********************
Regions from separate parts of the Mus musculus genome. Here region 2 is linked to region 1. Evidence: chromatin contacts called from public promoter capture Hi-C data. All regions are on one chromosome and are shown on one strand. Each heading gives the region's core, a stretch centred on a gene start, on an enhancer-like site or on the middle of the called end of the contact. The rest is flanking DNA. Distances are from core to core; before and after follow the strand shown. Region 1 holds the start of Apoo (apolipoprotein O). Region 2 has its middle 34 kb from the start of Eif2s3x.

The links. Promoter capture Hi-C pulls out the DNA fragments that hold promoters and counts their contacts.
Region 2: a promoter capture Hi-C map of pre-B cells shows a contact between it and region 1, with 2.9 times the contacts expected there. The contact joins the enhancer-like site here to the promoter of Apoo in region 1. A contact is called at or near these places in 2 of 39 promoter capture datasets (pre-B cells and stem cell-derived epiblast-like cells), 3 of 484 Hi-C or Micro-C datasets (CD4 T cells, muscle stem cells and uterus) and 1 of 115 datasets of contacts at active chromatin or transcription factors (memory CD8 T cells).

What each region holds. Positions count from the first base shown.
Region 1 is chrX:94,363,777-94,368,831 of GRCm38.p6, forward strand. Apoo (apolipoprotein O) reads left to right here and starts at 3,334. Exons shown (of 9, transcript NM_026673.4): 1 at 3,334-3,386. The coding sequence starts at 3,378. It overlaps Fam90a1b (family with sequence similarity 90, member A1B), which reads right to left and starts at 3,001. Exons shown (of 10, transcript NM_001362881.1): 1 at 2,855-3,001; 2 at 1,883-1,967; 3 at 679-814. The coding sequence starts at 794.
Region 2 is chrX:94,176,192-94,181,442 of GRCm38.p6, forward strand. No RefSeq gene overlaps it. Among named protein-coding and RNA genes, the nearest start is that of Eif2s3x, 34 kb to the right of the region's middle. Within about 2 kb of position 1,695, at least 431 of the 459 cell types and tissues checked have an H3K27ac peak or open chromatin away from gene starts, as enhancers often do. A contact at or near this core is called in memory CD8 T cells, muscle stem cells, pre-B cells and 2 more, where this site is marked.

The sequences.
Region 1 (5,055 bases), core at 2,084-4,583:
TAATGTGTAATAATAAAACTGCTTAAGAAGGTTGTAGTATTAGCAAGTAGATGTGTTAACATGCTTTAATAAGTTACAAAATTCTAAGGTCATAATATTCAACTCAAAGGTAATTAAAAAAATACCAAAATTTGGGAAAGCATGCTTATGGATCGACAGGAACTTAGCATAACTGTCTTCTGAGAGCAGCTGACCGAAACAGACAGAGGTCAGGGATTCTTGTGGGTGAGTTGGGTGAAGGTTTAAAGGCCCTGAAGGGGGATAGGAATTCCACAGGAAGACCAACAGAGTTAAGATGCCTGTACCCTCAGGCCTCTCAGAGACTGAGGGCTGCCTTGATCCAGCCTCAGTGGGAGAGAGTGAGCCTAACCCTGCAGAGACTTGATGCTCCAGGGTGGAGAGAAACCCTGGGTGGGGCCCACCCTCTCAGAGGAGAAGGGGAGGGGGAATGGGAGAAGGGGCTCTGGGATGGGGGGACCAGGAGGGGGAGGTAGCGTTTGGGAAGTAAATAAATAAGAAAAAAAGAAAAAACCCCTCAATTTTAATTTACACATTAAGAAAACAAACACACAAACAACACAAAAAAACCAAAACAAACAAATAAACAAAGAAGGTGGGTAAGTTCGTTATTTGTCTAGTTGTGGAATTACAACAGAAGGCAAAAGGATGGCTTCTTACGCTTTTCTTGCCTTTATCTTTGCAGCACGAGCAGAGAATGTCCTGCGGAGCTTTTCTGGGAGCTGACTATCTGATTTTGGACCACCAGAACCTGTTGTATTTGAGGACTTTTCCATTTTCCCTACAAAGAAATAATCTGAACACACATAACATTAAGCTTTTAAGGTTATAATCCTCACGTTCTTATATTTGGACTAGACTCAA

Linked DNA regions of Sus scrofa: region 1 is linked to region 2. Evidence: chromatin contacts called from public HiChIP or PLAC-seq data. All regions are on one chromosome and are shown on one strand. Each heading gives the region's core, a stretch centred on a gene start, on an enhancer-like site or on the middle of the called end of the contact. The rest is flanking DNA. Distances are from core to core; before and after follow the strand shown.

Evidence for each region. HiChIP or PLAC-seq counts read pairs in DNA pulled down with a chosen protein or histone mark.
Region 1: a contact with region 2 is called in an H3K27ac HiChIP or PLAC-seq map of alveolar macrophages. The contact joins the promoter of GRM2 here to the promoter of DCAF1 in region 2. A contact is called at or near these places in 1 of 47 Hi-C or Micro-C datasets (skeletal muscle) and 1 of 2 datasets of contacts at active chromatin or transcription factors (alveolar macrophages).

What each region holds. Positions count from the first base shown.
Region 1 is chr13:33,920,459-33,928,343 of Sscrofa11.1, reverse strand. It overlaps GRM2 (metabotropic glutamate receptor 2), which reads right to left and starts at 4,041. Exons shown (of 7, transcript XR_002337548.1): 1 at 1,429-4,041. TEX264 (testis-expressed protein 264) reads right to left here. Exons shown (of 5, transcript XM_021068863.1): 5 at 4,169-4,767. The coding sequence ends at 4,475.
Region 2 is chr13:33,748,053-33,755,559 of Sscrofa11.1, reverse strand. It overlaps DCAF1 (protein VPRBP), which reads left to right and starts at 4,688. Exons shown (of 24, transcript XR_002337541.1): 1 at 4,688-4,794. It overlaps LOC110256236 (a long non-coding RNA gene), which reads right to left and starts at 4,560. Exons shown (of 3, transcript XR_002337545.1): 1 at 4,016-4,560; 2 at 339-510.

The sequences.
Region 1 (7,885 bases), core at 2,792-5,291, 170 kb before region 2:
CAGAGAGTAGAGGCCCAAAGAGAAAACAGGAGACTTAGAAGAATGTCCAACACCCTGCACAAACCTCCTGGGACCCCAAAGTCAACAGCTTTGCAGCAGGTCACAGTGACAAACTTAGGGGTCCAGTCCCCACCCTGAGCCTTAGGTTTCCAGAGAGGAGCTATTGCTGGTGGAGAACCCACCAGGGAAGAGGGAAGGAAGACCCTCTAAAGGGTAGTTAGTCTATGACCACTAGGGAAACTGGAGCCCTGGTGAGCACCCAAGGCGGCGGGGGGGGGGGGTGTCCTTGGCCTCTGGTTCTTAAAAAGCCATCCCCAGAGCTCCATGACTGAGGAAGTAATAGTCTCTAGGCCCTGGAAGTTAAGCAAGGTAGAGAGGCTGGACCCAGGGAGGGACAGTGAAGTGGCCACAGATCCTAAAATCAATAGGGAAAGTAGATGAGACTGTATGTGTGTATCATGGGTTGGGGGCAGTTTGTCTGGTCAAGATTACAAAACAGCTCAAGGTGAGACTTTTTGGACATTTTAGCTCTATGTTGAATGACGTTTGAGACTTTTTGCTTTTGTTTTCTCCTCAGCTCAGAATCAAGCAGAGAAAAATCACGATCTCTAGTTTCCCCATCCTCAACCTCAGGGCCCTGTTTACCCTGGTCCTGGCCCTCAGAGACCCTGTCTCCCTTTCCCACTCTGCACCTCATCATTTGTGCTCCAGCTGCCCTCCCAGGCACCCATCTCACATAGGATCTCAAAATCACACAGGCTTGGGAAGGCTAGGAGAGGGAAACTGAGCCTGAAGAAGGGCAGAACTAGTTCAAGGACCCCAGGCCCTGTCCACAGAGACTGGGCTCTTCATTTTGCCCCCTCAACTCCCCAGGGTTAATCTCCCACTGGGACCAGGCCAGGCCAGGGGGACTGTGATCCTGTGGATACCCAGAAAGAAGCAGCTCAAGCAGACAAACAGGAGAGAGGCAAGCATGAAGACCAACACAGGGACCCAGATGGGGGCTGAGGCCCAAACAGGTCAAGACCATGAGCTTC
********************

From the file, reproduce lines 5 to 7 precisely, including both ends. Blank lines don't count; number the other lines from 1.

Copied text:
Region 1 is chrX:94,363,777-94,368,831 of GRCm38.p6, forward strand. Apoo (apolipoprotein O) reads left to right here and starts at 3,334. Exons shown (of 9, transcript NM_026673.4): 1 at 3,334-3,386. The coding sequence starts at 3,378. It overlaps Fam90a1b (family with sequence similarity 90, member A1B), which reads right to left and starts at 3,001. Exons shown (of 10, transcript NM_001362881.1): 1 at 2,855-3,001; 2 at 1,883-1,967; 3 at 679-814. The coding sequence starts at 794.
Region 2 is chrX:94,176,192-94,181,442 of GRCm38.p6, forward strand. No RefSeq gene overlaps it. Among named protein-coding and RNA genes, the nearest start is that of Eif2s3x, 34 kb to the right of the region's middle. Within about 2 kb of position 1,695, at least 431 of the 459 cell types and tissues checked have an H3K27ac peak or open chromatin away from gene starts, as enhancers often do. A contact at or near this core is called in memory CD8 T cells, muscle stem cells, pre-B cells and 2 more, where this site is marked.

The sequences.